Abdel-Baki, A., Aubin, D., Morisseau-Guillot, R., Lal, S., Dupont, M.E., Bauco, P., Shah, J., Joober, R., Boksa, P., Malla, A. et Lyer, S.N. (2019). Improving Mental Health Services for Homeless Youth in Downtown Montreal, Canada: Partnership between a Local Network and ACCESS Open Minds, a National Services Transformation Research Initiative. Early Intervention in Psychiatry, 13(1), 20-28.
In many parts of the world, there is growing concern about youth homelessness. Homeless youth are particularly vulnerable to psychological distress, substance use and mental disorders, and premature mortality caused by suicide and drug overdose. However, their access to and use of mental health care is very limited.
The Réseau d’intervention de proximité auprès des jeunes (RIPAJ), a Montreal network of over 20 community stakeholders providing a wide array of cohesive services, was created to ease homeless youth’s access to mental health and psychosocial services. Its philosophy is that there should be no “wrong door” or “wrong timing” for youth seeking help. In 2014, the network partnered with the pan‐Canadian transformational research initiative, ACCESS Esprits ouverts.
Created through this partnership, ACCESS Esprits ouverts RIPAJ has been promoting early identification through outreach activities targeting homeless youth and agencies that serve them. An ACCESS Clinician was hired to promote and rapidly respond to help‐seeking and referrals. By strengthening connections within RIPAJ and using system navigation, the site is working to facilitate youth’s access to timely appropriate care and eliminate age‐based transitions between services. A notable feature of our program, that is not usually evident in homelessness services, has been the engagement of the youth in service planning and design and the encouragement of contact with families and/or friends.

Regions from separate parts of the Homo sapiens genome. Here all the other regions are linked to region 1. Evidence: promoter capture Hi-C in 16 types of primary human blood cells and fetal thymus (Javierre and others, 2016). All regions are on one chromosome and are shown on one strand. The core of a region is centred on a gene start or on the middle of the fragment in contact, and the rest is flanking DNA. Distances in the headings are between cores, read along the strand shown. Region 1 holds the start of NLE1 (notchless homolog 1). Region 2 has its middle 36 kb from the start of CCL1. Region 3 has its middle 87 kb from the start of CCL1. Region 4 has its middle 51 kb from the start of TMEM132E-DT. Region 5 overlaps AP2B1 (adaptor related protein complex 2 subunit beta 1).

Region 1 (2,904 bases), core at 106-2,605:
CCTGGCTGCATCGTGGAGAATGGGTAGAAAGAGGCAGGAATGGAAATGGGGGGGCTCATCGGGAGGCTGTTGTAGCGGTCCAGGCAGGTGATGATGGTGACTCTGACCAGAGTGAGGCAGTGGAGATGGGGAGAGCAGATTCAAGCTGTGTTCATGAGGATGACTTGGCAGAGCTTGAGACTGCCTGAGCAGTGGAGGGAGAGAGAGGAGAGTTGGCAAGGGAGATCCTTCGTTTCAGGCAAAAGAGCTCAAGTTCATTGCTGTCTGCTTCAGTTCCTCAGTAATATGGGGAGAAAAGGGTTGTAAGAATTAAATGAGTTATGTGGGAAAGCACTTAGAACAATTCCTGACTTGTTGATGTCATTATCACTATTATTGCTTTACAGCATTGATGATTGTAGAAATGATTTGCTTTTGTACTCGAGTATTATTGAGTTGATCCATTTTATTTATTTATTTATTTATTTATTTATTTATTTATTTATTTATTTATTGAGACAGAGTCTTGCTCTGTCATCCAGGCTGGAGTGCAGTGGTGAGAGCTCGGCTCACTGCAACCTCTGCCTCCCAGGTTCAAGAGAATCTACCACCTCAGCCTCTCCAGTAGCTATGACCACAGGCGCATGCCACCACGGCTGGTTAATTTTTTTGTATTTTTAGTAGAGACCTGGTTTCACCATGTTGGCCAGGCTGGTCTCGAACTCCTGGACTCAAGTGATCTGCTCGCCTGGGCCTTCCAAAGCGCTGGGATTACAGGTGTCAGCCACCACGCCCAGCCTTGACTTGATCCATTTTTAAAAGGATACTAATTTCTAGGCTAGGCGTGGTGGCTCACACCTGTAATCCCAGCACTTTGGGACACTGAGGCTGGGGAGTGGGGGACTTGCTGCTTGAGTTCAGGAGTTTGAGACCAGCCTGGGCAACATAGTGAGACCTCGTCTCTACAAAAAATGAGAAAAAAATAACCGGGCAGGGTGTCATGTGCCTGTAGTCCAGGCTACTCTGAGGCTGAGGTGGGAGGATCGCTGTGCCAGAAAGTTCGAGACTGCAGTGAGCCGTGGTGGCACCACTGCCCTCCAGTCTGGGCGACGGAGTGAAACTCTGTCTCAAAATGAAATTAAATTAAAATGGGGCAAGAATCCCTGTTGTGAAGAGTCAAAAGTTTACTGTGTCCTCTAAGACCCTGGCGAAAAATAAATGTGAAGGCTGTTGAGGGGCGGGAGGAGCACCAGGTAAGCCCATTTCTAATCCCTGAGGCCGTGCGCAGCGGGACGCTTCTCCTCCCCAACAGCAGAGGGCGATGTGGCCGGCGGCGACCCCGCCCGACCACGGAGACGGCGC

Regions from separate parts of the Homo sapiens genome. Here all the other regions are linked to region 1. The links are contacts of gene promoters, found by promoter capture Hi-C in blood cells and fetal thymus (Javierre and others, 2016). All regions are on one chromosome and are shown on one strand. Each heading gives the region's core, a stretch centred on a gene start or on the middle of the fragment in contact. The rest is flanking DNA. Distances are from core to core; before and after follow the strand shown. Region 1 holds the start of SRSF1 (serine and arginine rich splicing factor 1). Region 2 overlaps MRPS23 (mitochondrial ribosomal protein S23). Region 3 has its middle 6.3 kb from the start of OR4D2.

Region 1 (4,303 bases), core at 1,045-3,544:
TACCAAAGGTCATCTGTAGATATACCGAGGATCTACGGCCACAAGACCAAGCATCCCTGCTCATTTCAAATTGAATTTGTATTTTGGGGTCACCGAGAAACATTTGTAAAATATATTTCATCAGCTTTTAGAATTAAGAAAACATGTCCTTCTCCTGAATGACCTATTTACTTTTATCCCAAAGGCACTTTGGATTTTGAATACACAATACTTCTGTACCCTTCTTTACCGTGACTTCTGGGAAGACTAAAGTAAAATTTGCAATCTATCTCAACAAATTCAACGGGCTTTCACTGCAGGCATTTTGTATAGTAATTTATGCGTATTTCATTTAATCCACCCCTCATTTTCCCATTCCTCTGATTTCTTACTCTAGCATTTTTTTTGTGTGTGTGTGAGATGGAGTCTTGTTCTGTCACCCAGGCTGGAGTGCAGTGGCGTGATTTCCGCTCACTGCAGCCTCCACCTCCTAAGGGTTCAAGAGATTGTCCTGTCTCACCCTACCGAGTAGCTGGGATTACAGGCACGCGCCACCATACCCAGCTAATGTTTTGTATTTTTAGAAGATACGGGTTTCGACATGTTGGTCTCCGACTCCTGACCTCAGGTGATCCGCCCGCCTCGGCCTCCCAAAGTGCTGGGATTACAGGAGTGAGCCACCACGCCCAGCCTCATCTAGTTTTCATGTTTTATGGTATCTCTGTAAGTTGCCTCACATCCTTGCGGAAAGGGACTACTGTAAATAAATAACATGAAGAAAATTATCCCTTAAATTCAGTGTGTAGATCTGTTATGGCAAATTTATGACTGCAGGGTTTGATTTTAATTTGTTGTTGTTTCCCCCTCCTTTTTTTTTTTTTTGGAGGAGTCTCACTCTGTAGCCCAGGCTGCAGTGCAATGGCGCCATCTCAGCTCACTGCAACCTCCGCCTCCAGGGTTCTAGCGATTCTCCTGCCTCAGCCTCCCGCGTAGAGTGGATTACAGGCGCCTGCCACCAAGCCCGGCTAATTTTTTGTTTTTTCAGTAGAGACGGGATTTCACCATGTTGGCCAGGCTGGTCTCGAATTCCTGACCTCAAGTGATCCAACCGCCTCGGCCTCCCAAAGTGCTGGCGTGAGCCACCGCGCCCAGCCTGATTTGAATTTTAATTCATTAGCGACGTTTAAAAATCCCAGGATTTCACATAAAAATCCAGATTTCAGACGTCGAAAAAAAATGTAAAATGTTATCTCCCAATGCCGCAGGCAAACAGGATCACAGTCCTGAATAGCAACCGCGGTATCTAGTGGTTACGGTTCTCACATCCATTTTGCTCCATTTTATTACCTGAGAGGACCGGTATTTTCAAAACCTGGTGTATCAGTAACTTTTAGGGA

Challenges remain including eliminating any remaining age‐related transitions of care between adolescent and adult services; and the sustainability of services transformation and network coordination. Nonetheless, this program serves as an example of an innovative, much‐needed, community‐oriented model for improving access to mental health care for homeless youth.